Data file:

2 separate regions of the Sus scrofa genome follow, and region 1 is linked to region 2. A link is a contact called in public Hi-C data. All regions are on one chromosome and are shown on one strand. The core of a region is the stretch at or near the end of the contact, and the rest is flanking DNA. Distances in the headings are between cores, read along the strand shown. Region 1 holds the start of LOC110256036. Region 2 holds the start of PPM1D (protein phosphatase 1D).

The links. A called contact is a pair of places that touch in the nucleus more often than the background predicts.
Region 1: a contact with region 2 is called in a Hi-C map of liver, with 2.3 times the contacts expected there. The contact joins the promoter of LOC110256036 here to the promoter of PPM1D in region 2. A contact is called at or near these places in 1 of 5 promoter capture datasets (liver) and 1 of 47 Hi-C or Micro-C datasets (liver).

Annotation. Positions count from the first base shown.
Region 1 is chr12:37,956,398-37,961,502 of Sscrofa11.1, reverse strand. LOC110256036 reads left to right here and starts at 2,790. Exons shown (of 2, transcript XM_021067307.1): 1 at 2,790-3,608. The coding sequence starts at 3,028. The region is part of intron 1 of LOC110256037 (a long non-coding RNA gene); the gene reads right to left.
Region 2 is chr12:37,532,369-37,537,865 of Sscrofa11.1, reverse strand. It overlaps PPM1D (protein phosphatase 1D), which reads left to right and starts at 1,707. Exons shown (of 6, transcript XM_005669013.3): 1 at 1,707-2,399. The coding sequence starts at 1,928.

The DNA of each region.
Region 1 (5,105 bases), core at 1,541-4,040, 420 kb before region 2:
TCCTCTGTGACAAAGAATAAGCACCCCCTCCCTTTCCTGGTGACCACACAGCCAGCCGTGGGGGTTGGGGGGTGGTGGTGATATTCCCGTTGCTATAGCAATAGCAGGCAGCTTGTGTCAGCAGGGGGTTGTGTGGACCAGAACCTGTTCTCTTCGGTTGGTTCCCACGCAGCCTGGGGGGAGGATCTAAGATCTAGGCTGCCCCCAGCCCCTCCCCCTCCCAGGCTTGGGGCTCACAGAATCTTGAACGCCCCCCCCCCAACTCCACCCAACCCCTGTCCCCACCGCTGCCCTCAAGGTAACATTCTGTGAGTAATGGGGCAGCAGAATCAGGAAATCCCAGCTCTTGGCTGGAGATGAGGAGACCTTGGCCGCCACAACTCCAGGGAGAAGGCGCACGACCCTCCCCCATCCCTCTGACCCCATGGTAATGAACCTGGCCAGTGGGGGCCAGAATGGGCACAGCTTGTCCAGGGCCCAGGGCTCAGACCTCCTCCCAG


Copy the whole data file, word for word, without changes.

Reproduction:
2 separate regions of the Sus scrofa genome follow, and region 1 is linked to region 2. A link is a contact called in public Hi-C data. All regions are on one chromosome and are shown on one strand. The core of a region is the stretch at or near the end of the contact, and the rest is flanking DNA. Distances in the headings are between cores, read along the strand shown. Region 1 holds the start of LOC110256036. Region 2 holds the start of PPM1D (protein phosphatase 1D).

The links. A called contact is a pair of places that touch in the nucleus more often than the background predicts.
Region 1: a contact with region 2 is called in a Hi-C map of liver, with 2.3 times the contacts expected there. The contact joins the promoter of LOC110256036 here to the promoter of PPM1D in region 2. A contact is called at or near these places in 1 of 5 promoter capture datasets (liver) and 1 of 47 Hi-C or Micro-C datasets (liver).

Annotation. Positions count from the first base shown.
Region 1 is chr12:37,956,398-37,961,502 of Sscrofa11.1, reverse strand. LOC110256036 reads left to right here and starts at 2,790. Exons shown (of 2, transcript XM_021067307.1): 1 at 2,790-3,608. The coding sequence starts at 3,028. The region is part of intron 1 of LOC110256037 (a long non-coding RNA gene); the gene reads right to left.
Region 2 is chr12:37,532,369-37,537,865 of Sscrofa11.1, reverse strand. It overlaps PPM1D (protein phosphatase 1D), which reads left to right and starts at 1,707. Exons shown (of 6, transcript XM_005669013.3): 1 at 1,707-2,399. The coding sequence starts at 1,928.

The DNA of each region.
Region 1 (5,105 bases), core at 1,541-4,040, 420 kb before region 2:
TCCTCTGTGACAAAGAATAAGCACCCCCTCCCTTTCCTGGTGACCACACAGCCAGCCGTGGGGGTTGGGGGGTGGTGGTGATATTCCCGTTGCTATAGCAATAGCAGGCAGCTTGTGTCAGCAGGGGGTTGTGTGGACCAGAACCTGTTCTCTTCGGTTGGTTCCCACGCAGCCTGGGGGGAGGATCTAAGATCTAGGCTGCCCCCAGCCCCTCCCCCTCCCAGGCTTGGGGCTCACAGAATCTTGAACGCCCCCCCCCCAACTCCACCCAACCCCTGTCCCCACCGCTGCCCTCAAGGTAACATTCTGTGAGTAATGGGGCAGCAGAATCAGGAAATCCCAGCTCTTGGCTGGAGATGAGGAGACCTTGGCCGCCACAACTCCAGGGAGAAGGCGCACGACCCTCCCCCATCCCTCTGACCCCATGGTAATGAACCTGGCCAGTGGGGGCCAGAATGGGCACAGCTTGTCCAGGGCCCAGGGCTCAGACCTCCTCCCAG